The relatively high popularity of the Central government, the positive effects of welfare schemes and, in the case of Uttar Pradesh, a sharp religious polarisation led to the BJP’s victory in Uttar Pradesh, Uttarakhand, and Goa. These are the findings of the Centre for the Study of Developing Societies-Lokniti’s post-poll survey conducted in these three States and Punjab, published exclusively by The Hindu. (No post-poll study was done in Manipur.)
Besides these factors, the effective bipolarity of competition was a major factor in U.P., Uttarakhand and Punjab. Goa, without such sharp bipolarity, gave the BJP only a slight advantage.
The survey finds that voters were more satisfied with Central government than they were with the State governments in the four States. In Punjab, there was a high level of dissatisfaction with both the Central and State governments. While more than half of the respondents exclusively blamed the government for COVID-19-related deaths in Punjab, one-third in U.P. and even fewer in Uttarakhand did so. Respondents mentioned unemployment and price rise as the key problems they face, but the BJP’s victories in U.P., Uttarakhand and Goa were due to the votes of the beneficiaries of free rations and cash transfers, among other factors. The party mattered more than the candidate, which explains the strong support for the BJP in U.P. and Uttarakhand, and for the AAP in Punjab. The candidate mattered more in Goa, which explained the tight race there.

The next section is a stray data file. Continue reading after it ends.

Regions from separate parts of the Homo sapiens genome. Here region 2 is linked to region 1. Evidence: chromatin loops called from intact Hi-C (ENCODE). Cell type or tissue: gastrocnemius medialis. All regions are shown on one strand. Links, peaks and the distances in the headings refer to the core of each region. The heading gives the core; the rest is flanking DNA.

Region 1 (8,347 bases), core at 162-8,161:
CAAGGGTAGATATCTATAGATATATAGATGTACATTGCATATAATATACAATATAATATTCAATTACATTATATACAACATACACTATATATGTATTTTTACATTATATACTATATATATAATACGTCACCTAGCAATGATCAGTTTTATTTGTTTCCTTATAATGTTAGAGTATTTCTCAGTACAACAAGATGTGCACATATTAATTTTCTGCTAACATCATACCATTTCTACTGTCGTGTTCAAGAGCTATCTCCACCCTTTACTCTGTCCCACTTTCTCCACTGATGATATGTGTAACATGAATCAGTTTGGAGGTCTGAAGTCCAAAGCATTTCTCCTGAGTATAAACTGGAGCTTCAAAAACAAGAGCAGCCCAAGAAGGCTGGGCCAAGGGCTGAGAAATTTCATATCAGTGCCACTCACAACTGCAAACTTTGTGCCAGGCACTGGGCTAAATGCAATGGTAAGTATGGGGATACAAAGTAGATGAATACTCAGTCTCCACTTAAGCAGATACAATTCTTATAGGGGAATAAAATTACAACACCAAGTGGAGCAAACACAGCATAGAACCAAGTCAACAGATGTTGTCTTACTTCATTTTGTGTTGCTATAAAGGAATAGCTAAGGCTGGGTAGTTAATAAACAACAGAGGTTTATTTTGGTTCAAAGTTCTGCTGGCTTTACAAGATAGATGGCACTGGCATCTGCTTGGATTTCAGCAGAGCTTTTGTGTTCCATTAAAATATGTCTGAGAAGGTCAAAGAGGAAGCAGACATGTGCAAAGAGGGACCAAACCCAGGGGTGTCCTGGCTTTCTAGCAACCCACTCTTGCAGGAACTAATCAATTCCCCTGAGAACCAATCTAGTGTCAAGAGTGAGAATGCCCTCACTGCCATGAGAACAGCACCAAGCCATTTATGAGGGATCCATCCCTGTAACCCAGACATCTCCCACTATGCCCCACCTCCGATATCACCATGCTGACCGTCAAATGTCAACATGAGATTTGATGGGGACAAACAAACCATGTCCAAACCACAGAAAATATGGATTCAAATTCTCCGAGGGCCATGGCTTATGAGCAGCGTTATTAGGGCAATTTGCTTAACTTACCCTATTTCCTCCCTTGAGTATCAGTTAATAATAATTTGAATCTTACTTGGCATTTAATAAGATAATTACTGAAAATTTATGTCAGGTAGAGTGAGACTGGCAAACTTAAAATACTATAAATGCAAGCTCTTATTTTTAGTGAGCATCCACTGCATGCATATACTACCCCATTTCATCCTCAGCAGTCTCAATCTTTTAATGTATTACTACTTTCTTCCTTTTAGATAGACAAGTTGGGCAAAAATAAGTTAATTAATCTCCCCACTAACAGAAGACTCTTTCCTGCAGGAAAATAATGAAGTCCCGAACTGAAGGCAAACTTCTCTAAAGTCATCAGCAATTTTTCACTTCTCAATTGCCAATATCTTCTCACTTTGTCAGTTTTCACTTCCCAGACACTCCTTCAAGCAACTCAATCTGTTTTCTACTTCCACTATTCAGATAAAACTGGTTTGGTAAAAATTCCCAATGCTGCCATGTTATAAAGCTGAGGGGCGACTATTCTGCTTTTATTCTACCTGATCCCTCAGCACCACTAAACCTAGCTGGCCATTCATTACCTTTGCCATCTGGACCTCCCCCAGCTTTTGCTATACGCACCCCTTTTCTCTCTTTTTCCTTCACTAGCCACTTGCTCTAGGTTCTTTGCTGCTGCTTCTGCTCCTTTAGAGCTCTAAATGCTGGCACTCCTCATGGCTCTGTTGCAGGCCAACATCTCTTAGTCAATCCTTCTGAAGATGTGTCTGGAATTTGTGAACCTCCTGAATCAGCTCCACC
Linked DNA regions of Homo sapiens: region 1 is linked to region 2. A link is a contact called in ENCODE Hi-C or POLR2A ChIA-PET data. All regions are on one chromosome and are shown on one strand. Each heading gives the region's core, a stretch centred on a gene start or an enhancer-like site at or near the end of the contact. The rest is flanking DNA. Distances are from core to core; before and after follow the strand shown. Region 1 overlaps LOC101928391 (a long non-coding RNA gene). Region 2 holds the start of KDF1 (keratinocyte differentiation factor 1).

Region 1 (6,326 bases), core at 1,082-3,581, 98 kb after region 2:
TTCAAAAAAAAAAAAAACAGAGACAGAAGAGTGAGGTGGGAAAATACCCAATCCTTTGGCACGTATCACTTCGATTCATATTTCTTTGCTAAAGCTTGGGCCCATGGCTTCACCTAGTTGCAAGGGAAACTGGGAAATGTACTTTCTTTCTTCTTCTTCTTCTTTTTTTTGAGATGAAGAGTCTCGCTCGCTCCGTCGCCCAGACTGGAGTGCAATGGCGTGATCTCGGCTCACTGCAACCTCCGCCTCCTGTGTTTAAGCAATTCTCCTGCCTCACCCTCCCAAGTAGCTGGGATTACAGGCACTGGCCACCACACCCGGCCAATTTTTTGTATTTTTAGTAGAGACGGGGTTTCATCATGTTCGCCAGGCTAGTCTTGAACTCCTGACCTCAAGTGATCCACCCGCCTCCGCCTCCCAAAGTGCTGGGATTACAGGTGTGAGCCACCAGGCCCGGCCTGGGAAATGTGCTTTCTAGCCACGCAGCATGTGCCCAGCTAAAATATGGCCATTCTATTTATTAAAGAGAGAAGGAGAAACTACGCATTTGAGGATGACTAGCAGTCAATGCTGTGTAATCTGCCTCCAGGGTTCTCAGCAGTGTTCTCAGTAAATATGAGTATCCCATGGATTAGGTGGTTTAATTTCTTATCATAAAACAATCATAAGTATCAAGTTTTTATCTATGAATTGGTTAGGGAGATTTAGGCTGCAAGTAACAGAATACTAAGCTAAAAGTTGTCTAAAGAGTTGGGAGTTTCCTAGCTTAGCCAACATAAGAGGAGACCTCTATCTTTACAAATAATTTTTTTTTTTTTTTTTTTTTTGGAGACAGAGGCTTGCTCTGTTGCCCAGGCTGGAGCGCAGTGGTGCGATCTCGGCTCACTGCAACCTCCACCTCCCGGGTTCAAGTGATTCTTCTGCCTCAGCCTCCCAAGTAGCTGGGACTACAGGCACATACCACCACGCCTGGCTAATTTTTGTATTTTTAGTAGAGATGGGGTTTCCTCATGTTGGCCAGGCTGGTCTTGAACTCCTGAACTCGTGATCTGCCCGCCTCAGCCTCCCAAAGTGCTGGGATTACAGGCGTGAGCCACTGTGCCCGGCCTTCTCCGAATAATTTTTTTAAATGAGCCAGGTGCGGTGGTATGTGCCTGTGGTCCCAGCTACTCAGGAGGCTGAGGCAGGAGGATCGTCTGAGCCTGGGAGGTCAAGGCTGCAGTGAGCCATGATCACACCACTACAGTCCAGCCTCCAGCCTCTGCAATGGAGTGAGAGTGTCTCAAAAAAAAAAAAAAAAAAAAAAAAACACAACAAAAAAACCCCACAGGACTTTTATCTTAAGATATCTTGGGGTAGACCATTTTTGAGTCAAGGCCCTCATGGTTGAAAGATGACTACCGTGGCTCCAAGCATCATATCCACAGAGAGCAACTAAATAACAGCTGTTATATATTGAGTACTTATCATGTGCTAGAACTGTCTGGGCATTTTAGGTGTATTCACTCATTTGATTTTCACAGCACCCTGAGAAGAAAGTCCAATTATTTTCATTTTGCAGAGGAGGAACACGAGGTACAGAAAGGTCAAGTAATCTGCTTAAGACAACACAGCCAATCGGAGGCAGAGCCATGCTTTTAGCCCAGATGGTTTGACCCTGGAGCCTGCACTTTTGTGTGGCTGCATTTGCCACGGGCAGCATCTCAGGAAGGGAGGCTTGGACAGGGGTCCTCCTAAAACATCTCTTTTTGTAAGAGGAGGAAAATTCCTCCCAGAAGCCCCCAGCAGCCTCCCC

The surveys were conducted using face-to-face interviews at the elector’s home after voting had taken place in constituencies that were randomly selected. The Hindu is publishing the first of the State-wise analysis with a detailed break-up of the survey results from Uttar Pradesh.
The surveys were conducted from February 15 to February 25 in Goa, February 21 to February 28 in Punjab, February 11 to March 9 in U.P., and February 15 to February 23 in Uttarakhand. The sampling design adopted was multi-stage systematic random sampling (SRS). The constituencies were randomly selected using the probability proportional to size method. Thereafter, four polling stations within each of the sampled constituencies were selected using the SRS method. In each polling station, 40 voters were randomly sampled from the electoral roll using the SRS method. Of these 40, 26 interviews were targeted. The interviews were conducted face-to-face at electors’ homes after voting had taken place in their area. The questionnaire designed for the interviews was a standardised semi-structured one. Interviews lasted about 15-20 minutes on average. The achieved raw sample has been weighted by gender, religion, locality, and caste group based on Census 2011 data. The final data sets have also been weighted by the actual vote shares secured by the major parties and alliances that contested the elections in each State. All analysis here has been presented on the weighted data sets.